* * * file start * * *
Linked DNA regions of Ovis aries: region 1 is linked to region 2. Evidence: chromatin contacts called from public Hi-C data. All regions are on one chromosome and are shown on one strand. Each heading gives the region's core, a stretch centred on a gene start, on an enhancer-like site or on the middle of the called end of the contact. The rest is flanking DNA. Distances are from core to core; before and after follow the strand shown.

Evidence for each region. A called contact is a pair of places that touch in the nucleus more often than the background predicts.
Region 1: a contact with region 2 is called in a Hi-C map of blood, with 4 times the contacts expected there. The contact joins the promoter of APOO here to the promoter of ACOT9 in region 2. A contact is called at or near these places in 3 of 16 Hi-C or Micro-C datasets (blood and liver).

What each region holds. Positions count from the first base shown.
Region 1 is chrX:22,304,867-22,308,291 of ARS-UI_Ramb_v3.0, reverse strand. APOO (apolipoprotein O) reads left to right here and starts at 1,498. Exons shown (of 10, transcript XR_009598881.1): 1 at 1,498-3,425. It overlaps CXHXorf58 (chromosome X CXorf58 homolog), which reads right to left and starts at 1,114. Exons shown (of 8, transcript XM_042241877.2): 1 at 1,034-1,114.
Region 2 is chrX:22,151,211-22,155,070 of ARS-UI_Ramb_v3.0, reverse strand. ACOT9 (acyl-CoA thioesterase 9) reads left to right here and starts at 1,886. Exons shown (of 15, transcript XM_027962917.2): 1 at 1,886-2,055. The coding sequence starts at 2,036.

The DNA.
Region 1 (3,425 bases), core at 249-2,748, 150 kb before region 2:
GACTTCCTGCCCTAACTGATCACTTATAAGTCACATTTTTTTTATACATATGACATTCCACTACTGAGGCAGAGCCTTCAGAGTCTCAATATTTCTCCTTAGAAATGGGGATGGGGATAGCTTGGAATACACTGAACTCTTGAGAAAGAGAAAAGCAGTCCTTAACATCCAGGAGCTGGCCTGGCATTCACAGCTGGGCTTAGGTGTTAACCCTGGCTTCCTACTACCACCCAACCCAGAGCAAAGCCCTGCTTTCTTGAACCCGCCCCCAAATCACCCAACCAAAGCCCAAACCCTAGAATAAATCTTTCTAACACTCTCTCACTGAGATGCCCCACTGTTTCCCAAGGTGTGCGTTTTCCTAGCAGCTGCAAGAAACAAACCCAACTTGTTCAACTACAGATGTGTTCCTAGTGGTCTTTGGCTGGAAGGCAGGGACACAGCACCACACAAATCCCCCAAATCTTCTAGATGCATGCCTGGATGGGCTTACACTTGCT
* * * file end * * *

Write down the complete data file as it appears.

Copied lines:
Linked DNA regions of Ovis aries: region 1 is linked to region 2. Evidence: chromatin contacts called from public Hi-C data. All regions are on one chromosome and are shown on one strand. Each heading gives the region's core, a stretch centred on a gene start, on an enhancer-like site or on the middle of the called end of the contact. The rest is flanking DNA. Distances are from core to core; before and after follow the strand shown.

Evidence for each region. A called contact is a pair of places that touch in the nucleus more often than the background predicts.
Region 1: a contact with region 2 is called in a Hi-C map of blood, with 4 times the contacts expected there. The contact joins the promoter of APOO here to the promoter of ACOT9 in region 2. A contact is called at or near these places in 3 of 16 Hi-C or Micro-C datasets (blood and liver).

What each region holds. Positions count from the first base shown.
Region 1 is chrX:22,304,867-22,308,291 of ARS-UI_Ramb_v3.0, reverse strand. APOO (apolipoprotein O) reads left to right here and starts at 1,498. Exons shown (of 10, transcript XR_009598881.1): 1 at 1,498-3,425. It overlaps CXHXorf58 (chromosome X CXorf58 homolog), which reads right to left and starts at 1,114. Exons shown (of 8, transcript XM_042241877.2): 1 at 1,034-1,114.
Region 2 is chrX:22,151,211-22,155,070 of ARS-UI_Ramb_v3.0, reverse strand. ACOT9 (acyl-CoA thioesterase 9) reads left to right here and starts at 1,886. Exons shown (of 15, transcript XM_027962917.2): 1 at 1,886-2,055. The coding sequence starts at 2,036.

The DNA.
Region 1 (3,425 bases), core at 249-2,748, 150 kb before region 2:
GACTTCCTGCCCTAACTGATCACTTATAAGTCACATTTTTTTTATACATATGACATTCCACTACTGAGGCAGAGCCTTCAGAGTCTCAATATTTCTCCTTAGAAATGGGGATGGGGATAGCTTGGAATACACTGAACTCTTGAGAAAGAGAAAAGCAGTCCTTAACATCCAGGAGCTGGCCTGGCATTCACAGCTGGGCTTAGGTGTTAACCCTGGCTTCCTACTACCACCCAACCCAGAGCAAAGCCCTGCTTTCTTGAACCCGCCCCCAAATCACCCAACCAAAGCCCAAACCCTAGAATAAATCTTTCTAACACTCTCTCACTGAGATGCCCCACTGTTTCCCAAGGTGTGCGTTTTCCTAGCAGCTGCAAGAAACAAACCCAACTTGTTCAACTACAGATGTGTTCCTAGTGGTCTTTGGCTGGAAGGCAGGGACACAGCACCACACAAATCCCCCAAATCTTCTAGATGCATGCCTGGATGGGCTTACACTTGCT